I’ve been collecting Victorian and Edwardian photographs for quite a few years now, but I’ve always shunned the popular colourised images from this era as just a little bit tacky. I had a handful in my collection as curiosities only. Recently, though, I’ve been trying to perfect the art of hand-spotting photographic prints using correcting inks and while playing with the green-shaded olive-tones put some washes on a few of my own reject photos. Then, by chance, a few weeks back I came across a small collection of hand-coloured Edwardian studio images in an East London flea market; my interest was piqued, I bought some and have gained a new appreciation for these colour images.
In a world where the eye sees colour but the only way to capture images was in monochrome, the attraction of hand-colouring photographs is obvious. The trend seems to have peaked in the Edwardian era, around the time of the First World War, but was certainly still prevalent during the 1920s.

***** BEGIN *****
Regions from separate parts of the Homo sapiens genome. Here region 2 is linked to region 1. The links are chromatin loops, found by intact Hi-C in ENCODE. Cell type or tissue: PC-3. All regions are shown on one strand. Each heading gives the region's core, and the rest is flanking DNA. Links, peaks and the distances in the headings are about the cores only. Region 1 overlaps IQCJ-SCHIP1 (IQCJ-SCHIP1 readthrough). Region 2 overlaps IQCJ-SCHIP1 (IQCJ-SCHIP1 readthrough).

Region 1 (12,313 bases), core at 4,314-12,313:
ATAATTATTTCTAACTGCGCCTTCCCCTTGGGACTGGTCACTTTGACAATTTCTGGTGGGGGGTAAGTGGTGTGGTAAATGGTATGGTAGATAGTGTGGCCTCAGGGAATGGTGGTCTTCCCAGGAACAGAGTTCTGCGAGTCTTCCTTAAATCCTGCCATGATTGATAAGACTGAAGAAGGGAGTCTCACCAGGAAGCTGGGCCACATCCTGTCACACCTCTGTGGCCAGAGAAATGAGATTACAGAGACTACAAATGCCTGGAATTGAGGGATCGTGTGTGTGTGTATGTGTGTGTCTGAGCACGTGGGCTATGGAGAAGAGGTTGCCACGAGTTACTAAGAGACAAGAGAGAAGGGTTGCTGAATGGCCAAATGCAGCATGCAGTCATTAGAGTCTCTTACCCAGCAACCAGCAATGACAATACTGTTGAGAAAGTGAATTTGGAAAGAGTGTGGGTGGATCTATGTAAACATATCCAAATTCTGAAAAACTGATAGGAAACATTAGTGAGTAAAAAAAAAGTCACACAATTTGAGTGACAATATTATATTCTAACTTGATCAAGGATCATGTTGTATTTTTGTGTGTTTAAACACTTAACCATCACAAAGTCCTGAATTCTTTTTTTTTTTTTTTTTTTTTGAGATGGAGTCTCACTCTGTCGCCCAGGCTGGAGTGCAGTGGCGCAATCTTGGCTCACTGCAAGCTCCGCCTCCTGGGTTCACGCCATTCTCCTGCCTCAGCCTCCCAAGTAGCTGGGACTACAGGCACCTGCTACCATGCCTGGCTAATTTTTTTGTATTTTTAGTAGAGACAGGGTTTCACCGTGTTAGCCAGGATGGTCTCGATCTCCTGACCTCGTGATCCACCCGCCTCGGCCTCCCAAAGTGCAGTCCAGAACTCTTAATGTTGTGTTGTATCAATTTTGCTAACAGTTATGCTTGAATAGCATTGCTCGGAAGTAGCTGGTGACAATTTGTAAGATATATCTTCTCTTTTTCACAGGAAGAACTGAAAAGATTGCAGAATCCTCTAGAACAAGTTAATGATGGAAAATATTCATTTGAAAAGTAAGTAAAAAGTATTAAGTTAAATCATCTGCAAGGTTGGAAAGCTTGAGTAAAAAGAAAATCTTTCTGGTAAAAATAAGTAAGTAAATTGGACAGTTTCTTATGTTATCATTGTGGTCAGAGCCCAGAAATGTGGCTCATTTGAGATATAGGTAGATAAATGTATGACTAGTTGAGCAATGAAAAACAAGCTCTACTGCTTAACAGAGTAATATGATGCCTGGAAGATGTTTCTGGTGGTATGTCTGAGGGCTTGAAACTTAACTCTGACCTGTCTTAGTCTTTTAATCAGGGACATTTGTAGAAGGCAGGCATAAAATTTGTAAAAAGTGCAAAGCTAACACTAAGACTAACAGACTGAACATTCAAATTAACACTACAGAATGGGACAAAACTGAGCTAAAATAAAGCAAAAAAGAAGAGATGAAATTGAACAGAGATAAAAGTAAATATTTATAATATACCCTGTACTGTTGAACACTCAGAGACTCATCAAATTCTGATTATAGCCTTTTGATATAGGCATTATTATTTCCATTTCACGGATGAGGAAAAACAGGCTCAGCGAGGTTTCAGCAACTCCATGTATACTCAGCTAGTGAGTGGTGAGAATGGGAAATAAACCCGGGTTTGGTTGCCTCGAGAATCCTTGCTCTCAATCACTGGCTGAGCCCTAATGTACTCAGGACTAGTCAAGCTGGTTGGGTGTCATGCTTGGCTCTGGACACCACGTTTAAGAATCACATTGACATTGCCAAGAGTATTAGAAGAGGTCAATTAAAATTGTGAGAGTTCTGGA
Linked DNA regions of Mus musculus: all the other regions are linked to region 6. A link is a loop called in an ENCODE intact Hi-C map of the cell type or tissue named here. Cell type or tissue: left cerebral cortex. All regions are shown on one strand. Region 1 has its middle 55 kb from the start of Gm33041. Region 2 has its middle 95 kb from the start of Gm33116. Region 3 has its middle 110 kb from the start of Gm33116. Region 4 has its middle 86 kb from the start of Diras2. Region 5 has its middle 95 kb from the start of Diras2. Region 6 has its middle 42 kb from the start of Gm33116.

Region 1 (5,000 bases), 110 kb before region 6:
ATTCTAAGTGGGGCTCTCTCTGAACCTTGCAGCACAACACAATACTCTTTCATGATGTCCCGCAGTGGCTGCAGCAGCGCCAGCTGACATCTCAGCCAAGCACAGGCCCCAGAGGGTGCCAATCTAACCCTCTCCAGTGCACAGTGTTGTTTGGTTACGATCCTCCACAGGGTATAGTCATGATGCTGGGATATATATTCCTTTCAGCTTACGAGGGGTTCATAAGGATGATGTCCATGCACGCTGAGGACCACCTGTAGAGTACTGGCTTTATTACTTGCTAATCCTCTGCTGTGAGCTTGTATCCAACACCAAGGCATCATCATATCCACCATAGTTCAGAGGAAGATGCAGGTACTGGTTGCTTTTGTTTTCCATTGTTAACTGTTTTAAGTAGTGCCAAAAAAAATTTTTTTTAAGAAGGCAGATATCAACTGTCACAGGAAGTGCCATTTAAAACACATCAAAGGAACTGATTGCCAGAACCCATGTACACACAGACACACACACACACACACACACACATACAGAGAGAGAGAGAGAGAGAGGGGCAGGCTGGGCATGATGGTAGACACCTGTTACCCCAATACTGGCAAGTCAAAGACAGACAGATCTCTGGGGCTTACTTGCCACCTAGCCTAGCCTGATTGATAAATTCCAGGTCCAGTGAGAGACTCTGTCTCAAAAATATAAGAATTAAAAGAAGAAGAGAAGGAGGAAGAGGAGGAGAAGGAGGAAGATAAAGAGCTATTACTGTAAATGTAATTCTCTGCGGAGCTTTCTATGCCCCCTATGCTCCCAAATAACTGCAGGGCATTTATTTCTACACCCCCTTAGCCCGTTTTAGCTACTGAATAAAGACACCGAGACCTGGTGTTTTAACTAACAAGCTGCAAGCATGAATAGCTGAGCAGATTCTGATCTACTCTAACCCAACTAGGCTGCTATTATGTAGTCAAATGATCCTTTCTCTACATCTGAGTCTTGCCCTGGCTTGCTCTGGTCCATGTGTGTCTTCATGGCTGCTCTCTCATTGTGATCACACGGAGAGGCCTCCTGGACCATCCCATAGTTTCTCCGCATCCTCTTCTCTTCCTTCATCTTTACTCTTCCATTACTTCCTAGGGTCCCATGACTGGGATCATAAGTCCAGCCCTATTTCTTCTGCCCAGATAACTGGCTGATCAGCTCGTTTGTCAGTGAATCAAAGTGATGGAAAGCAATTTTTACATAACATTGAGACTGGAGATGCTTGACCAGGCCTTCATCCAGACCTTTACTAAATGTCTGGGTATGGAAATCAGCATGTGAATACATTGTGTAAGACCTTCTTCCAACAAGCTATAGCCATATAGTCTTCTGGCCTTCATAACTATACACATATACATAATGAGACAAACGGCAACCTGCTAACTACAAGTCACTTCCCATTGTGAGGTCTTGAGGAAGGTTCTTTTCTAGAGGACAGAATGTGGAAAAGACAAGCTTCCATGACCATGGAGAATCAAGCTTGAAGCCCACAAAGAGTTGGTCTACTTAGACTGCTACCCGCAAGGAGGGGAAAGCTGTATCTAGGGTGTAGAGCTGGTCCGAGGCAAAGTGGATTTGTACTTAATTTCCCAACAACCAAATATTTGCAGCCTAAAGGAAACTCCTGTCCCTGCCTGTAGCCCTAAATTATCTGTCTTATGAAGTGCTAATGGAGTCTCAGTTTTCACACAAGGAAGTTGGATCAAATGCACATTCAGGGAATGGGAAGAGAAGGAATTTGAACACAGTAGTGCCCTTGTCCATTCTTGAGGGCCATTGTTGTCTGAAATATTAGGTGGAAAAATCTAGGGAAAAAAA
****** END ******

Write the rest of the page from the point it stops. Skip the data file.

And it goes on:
Technically the process–at least for adding basic highlights to the edge of clothing–is not difficult. A fine sable brush and a diluting pallete plus some tinting inks or water colours are all that is required. And as someone with very limited artistic skill, it’s heartening to note that a steady hand is not a necessity. The Edwardian examples shown below demonstrate that it is not really important to stick within lines. The colour washes overlap the edges of the photographic image in all but the finest fully colourized examples. Remember, the artists originally creating these probably had to churn through hundreds in a single day. Further, the subtleties of shading are taking care of by the photograph. As long as a thin, dilute wash is used, the underlying image shows through and provides the shadow detail.
The examples below illustrate the range of colouring that was undertaken: from the fully colourised image of the little girl with her rag doll, to the similar image with just the flower and a little cheek detail coloured. The effect can be subtle and artistic as in the image of the woman admiring her own reflection, or garish and over the top, as in the image of the girl in her swim suit with the flower-print umbrella.
Interest in this style of image also seems to be undergoing something of a renaissance. I’ve noticed a number of artists on Flickr producing hand-coloured photographs using these traditional techniques…as well as a few ‘cheating’ with Photoshop…
The best I’ve come across using genuine hand tinting is UK analogue photographer Ellen Rogers. She elevates hand colouring to fine art. Her images are an inspiration for us all.